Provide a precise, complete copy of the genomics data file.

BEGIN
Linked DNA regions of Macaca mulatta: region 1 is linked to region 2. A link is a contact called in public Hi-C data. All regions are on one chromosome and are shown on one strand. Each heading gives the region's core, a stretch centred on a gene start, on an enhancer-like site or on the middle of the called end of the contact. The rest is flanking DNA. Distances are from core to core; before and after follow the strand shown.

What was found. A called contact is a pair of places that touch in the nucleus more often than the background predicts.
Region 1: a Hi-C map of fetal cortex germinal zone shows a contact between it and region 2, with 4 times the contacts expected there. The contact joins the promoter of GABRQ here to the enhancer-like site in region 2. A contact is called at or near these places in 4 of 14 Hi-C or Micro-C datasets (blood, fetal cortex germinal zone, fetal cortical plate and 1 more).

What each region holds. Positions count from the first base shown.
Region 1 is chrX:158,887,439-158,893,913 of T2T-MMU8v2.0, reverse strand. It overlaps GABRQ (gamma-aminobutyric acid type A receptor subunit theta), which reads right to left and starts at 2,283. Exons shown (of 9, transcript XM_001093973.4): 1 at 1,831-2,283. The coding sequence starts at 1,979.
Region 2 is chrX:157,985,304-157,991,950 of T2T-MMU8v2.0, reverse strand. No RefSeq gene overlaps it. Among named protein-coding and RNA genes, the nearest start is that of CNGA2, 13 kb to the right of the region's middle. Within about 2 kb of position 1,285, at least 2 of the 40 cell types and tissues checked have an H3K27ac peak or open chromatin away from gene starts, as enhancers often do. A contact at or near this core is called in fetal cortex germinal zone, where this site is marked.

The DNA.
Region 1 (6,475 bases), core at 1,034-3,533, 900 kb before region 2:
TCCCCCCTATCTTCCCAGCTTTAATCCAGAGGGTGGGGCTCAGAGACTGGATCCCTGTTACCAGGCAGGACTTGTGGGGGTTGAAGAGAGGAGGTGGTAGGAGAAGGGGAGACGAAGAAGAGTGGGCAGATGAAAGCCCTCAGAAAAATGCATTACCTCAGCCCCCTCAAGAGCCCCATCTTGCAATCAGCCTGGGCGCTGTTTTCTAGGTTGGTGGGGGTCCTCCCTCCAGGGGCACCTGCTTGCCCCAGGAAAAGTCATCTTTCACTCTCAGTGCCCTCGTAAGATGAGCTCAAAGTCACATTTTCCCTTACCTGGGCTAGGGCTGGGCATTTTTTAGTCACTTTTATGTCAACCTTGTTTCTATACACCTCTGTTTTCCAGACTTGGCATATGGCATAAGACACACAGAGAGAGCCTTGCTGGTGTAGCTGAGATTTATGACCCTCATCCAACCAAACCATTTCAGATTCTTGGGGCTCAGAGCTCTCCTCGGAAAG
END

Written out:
Linked DNA regions of Macaca mulatta: region 1 is linked to region 2. A link is a contact called in public Hi-C data. All regions are on one chromosome and are shown on one strand. Each heading gives the region's core, a stretch centred on a gene start, on an enhancer-like site or on the middle of the called end of the contact. The rest is flanking DNA. Distances are from core to core; before and after follow the strand shown.

What was found. A called contact is a pair of places that touch in the nucleus more often than the background predicts.
Region 1: a Hi-C map of fetal cortex germinal zone shows a contact between it and region 2, with 4 times the contacts expected there. The contact joins the promoter of GABRQ here to the enhancer-like site in region 2. A contact is called at or near these places in 4 of 14 Hi-C or Micro-C datasets (blood, fetal cortex germinal zone, fetal cortical plate and 1 more).

What each region holds. Positions count from the first base shown.
Region 1 is chrX:158,887,439-158,893,913 of T2T-MMU8v2.0, reverse strand. It overlaps GABRQ (gamma-aminobutyric acid type A receptor subunit theta), which reads right to left and starts at 2,283. Exons shown (of 9, transcript XM_001093973.4): 1 at 1,831-2,283. The coding sequence starts at 1,979.
Region 2 is chrX:157,985,304-157,991,950 of T2T-MMU8v2.0, reverse strand. No RefSeq gene overlaps it. Among named protein-coding and RNA genes, the nearest start is that of CNGA2, 13 kb to the right of the region's middle. Within about 2 kb of position 1,285, at least 2 of the 40 cell types and tissues checked have an H3K27ac peak or open chromatin away from gene starts, as enhancers often do. A contact at or near this core is called in fetal cortex germinal zone, where this site is marked.

The DNA.
Region 1 (6,475 bases), core at 1,034-3,533, 900 kb before region 2:
TCCCCCCTATCTTCCCAGCTTTAATCCAGAGGGTGGGGCTCAGAGACTGGATCCCTGTTACCAGGCAGGACTTGTGGGGGTTGAAGAGAGGAGGTGGTAGGAGAAGGGGAGACGAAGAAGAGTGGGCAGATGAAAGCCCTCAGAAAAATGCATTACCTCAGCCCCCTCAAGAGCCCCATCTTGCAATCAGCCTGGGCGCTGTTTTCTAGGTTGGTGGGGGTCCTCCCTCCAGGGGCACCTGCTTGCCCCAGGAAAAGTCATCTTTCACTCTCAGTGCCCTCGTAAGATGAGCTCAAAGTCACATTTTCCCTTACCTGGGCTAGGGCTGGGCATTTTTTAGTCACTTTTATGTCAACCTTGTTTCTATACACCTCTGTTTTCCAGACTTGGCATATGGCATAAGACACACAGAGAGAGCCTTGCTGGTGTAGCTGAGATTTATGACCCTCATCCAACCAAACCATTTCAGATTCTTGGGGCTCAGAGCTCTCCTCGGAAAG